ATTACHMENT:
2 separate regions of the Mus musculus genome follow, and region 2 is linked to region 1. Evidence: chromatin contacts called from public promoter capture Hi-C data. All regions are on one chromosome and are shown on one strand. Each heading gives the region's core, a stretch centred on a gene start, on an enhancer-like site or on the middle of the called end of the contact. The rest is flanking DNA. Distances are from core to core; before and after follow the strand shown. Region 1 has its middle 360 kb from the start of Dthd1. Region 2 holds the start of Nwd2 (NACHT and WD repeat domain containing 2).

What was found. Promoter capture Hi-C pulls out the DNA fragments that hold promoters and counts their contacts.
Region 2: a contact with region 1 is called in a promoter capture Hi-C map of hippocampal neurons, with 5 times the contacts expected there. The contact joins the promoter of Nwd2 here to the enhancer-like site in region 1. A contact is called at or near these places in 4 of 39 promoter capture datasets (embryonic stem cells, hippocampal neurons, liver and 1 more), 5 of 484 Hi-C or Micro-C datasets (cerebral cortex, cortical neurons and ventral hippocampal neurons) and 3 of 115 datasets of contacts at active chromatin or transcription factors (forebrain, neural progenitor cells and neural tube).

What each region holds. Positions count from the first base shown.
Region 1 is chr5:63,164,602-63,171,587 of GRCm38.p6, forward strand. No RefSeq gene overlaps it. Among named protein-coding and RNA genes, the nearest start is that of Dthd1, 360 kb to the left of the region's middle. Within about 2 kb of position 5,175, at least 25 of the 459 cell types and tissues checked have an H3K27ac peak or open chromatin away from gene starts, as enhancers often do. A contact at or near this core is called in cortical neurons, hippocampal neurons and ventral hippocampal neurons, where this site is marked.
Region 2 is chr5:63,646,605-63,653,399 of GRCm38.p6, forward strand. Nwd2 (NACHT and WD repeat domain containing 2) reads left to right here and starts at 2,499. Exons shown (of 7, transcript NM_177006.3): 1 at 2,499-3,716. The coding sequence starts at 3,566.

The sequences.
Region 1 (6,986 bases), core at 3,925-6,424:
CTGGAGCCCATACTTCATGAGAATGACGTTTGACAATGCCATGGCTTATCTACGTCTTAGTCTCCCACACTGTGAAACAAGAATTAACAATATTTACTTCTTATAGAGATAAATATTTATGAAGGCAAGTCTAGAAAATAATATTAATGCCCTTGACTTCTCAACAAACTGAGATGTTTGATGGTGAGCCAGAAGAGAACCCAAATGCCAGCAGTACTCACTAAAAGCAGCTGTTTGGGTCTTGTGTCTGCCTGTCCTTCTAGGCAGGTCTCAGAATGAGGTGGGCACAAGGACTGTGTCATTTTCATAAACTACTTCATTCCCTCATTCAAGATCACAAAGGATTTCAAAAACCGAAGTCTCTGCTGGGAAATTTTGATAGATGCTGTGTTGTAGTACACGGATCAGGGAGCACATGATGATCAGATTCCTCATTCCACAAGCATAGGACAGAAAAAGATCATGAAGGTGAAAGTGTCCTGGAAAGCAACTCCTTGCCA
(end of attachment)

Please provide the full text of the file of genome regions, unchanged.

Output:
2 separate regions of the Mus musculus genome follow, and region 2 is linked to region 1. Evidence: chromatin contacts called from public promoter capture Hi-C data. All regions are on one chromosome and are shown on one strand. Each heading gives the region's core, a stretch centred on a gene start, on an enhancer-like site or on the middle of the called end of the contact. The rest is flanking DNA. Distances are from core to core; before and after follow the strand shown. Region 1 has its middle 360 kb from the start of Dthd1. Region 2 holds the start of Nwd2 (NACHT and WD repeat domain containing 2).

What was found. Promoter capture Hi-C pulls out the DNA fragments that hold promoters and counts their contacts.
Region 2: a contact with region 1 is called in a promoter capture Hi-C map of hippocampal neurons, with 5 times the contacts expected there. The contact joins the promoter of Nwd2 here to the enhancer-like site in region 1. A contact is called at or near these places in 4 of 39 promoter capture datasets (embryonic stem cells, hippocampal neurons, liver and 1 more), 5 of 484 Hi-C or Micro-C datasets (cerebral cortex, cortical neurons and ventral hippocampal neurons) and 3 of 115 datasets of contacts at active chromatin or transcription factors (forebrain, neural progenitor cells and neural tube).

What each region holds. Positions count from the first base shown.
Region 1 is chr5:63,164,602-63,171,587 of GRCm38.p6, forward strand. No RefSeq gene overlaps it. Among named protein-coding and RNA genes, the nearest start is that of Dthd1, 360 kb to the left of the region's middle. Within about 2 kb of position 5,175, at least 25 of the 459 cell types and tissues checked have an H3K27ac peak or open chromatin away from gene starts, as enhancers often do. A contact at or near this core is called in cortical neurons, hippocampal neurons and ventral hippocampal neurons, where this site is marked.
Region 2 is chr5:63,646,605-63,653,399 of GRCm38.p6, forward strand. Nwd2 (NACHT and WD repeat domain containing 2) reads left to right here and starts at 2,499. Exons shown (of 7, transcript NM_177006.3): 1 at 2,499-3,716. The coding sequence starts at 3,566.

The sequences.
Region 1 (6,986 bases), core at 3,925-6,424:
CTGGAGCCCATACTTCATGAGAATGACGTTTGACAATGCCATGGCTTATCTACGTCTTAGTCTCCCACACTGTGAAACAAGAATTAACAATATTTACTTCTTATAGAGATAAATATTTATGAAGGCAAGTCTAGAAAATAATATTAATGCCCTTGACTTCTCAACAAACTGAGATGTTTGATGGTGAGCCAGAAGAGAACCCAAATGCCAGCAGTACTCACTAAAAGCAGCTGTTTGGGTCTTGTGTCTGCCTGTCCTTCTAGGCAGGTCTCAGAATGAGGTGGGCACAAGGACTGTGTCATTTTCATAAACTACTTCATTCCCTCATTCAAGATCACAAAGGATTTCAAAAACCGAAGTCTCTGCTGGGAAATTTTGATAGATGCTGTGTTGTAGTACACGGATCAGGGAGCACATGATGATCAGATTCCTCATTCCACAAGCATAGGACAGAAAAAGATCATGAAGGTGAAAGTGTCCTGGAAAGCAACTCCTTGCCA